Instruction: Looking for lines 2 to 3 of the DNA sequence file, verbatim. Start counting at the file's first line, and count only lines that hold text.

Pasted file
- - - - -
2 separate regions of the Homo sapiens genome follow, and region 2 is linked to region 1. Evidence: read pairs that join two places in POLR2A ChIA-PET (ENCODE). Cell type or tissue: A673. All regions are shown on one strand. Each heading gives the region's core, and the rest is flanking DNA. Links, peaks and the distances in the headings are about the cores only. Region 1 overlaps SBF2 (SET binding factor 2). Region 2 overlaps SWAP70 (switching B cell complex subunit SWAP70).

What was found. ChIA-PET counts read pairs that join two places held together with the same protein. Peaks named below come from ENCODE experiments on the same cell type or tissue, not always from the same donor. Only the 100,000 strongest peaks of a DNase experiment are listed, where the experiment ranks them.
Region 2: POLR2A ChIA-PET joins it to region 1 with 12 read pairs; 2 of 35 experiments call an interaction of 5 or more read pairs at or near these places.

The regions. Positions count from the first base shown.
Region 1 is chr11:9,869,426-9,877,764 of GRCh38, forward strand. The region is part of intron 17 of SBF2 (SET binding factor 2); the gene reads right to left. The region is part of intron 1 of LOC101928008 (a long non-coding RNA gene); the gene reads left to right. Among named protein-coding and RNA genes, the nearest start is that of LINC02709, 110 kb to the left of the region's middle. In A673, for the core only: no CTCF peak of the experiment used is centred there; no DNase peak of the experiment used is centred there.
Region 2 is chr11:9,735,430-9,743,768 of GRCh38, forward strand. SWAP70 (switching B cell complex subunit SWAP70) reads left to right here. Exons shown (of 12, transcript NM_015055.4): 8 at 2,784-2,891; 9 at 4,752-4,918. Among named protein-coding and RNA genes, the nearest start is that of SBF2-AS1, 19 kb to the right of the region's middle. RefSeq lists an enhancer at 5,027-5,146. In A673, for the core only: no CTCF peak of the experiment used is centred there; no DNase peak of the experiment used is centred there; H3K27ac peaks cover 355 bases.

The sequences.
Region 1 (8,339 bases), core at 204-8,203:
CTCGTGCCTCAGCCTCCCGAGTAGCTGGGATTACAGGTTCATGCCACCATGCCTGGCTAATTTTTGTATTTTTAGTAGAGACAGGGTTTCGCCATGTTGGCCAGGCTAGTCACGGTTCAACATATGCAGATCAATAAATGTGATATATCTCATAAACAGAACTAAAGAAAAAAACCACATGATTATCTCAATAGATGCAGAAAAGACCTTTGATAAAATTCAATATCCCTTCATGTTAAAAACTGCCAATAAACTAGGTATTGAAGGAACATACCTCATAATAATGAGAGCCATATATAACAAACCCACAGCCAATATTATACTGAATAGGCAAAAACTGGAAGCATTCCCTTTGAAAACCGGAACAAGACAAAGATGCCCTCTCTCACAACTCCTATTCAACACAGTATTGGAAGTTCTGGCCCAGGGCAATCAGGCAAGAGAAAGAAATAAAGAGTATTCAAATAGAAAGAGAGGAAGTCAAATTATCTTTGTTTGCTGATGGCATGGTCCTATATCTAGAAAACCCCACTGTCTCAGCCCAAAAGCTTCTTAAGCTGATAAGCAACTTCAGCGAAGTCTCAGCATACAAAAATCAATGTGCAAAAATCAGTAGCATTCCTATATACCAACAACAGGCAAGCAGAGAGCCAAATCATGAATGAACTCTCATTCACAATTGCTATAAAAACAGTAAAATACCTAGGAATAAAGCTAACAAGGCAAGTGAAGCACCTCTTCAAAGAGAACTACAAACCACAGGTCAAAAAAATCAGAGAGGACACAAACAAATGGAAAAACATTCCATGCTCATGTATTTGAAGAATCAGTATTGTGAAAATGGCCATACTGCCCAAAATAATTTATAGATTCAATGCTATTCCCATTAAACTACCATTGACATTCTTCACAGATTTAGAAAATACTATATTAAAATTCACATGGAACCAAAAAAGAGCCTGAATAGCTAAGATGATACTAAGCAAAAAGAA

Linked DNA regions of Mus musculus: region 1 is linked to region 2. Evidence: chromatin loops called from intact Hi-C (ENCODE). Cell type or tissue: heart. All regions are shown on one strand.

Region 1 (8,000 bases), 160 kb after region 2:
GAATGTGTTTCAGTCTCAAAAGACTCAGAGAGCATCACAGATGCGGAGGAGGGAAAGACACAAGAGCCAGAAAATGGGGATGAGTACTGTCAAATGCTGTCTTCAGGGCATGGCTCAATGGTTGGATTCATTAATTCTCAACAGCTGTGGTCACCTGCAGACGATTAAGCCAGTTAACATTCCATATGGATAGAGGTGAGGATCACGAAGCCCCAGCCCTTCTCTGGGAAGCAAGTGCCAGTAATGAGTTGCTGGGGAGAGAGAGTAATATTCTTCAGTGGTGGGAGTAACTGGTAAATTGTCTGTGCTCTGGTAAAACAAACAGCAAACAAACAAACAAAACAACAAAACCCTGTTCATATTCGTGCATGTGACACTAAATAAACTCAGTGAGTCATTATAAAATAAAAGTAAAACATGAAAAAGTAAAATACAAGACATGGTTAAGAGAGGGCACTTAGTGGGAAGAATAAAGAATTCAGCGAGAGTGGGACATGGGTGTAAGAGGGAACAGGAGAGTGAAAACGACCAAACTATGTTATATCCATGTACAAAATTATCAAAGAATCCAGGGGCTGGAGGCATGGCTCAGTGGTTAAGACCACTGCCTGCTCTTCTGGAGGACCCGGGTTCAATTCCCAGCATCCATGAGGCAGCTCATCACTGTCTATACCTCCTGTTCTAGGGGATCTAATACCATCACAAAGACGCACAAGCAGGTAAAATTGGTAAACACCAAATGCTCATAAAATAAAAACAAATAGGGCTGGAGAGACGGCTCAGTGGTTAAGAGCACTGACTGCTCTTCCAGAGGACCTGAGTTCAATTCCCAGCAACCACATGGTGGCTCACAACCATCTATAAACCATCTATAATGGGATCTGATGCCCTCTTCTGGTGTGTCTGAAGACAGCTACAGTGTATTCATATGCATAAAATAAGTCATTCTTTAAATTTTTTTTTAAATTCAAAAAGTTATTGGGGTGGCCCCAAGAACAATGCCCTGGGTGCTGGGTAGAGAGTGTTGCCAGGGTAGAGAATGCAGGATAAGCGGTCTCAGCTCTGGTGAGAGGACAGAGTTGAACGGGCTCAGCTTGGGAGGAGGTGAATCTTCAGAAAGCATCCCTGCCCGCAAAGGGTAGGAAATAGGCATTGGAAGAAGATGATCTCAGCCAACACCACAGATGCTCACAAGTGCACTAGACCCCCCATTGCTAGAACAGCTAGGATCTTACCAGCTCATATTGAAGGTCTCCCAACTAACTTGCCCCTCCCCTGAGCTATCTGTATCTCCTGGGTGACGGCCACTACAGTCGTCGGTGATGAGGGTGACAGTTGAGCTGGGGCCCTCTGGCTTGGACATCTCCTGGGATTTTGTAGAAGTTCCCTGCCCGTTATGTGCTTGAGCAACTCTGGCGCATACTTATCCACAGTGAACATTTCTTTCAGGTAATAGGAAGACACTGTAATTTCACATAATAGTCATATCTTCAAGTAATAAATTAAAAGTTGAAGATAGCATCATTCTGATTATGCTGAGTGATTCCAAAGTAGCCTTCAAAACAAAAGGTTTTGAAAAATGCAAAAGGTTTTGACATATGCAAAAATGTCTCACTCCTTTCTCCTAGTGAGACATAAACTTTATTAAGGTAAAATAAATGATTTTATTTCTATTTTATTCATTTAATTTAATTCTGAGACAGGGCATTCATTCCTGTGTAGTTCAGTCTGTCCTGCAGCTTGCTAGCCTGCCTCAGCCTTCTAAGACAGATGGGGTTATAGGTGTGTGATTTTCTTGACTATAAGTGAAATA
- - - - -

What was found. ChIA-PET counts read pairs that join two places held together with the same protein. Peaks named below come from ENCODE experiments on the same cell type or tissue, not always from the same donor. Only the 100,000 strongest peaks of a DNase experiment are listed, where the experiment ranks them.
Region 2: POLR2A ChIA-PET joins it to region 1 with 12 read pairs; 2 of 35 experiments call an interaction of 5 or more read pairs at or near these places.